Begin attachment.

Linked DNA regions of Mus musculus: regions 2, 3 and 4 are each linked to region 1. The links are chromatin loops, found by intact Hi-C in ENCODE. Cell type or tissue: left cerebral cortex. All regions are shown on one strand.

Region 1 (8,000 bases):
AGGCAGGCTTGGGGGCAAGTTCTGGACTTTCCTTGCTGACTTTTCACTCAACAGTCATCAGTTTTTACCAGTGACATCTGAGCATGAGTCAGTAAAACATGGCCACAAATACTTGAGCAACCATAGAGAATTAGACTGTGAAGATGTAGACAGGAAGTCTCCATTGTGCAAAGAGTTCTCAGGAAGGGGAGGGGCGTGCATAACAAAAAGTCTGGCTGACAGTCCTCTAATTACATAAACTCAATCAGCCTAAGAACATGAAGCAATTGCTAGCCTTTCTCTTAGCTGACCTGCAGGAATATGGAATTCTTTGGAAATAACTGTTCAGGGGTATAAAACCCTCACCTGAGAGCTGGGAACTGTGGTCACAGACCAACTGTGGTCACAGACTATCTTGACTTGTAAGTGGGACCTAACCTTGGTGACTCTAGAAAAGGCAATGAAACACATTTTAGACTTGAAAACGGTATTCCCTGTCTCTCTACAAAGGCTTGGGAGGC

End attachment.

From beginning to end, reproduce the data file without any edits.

Linked DNA regions of Mus musculus: regions 2, 3 and 4 are each linked to region 1. The links are chromatin loops, found by intact Hi-C in ENCODE. Cell type or tissue: left cerebral cortex. All regions are shown on one strand.

Region 1 (8,000 bases):
AGGCAGGCTTGGGGGCAAGTTCTGGACTTTCCTTGCTGACTTTTCACTCAACAGTCATCAGTTTTTACCAGTGACATCTGAGCATGAGTCAGTAAAACATGGCCACAAATACTTGAGCAACCATAGAGAATTAGACTGTGAAGATGTAGACAGGAAGTCTCCATTGTGCAAAGAGTTCTCAGGAAGGGGAGGGGCGTGCATAACAAAAAGTCTGGCTGACAGTCCTCTAATTACATAAACTCAATCAGCCTAAGAACATGAAGCAATTGCTAGCCTTTCTCTTAGCTGACCTGCAGGAATATGGAATTCTTTGGAAATAACTGTTCAGGGGTATAAAACCCTCACCTGAGAGCTGGGAACTGTGGTCACAGACCAACTGTGGTCACAGACTATCTTGACTTGTAAGTGGGACCTAACCTTGGTGACTCTAGAAAAGGCAATGAAACACATTTTAGACTTGAAAACGGTATTCCCTGTCTCTCTACAAAGGCTTGGGAGGC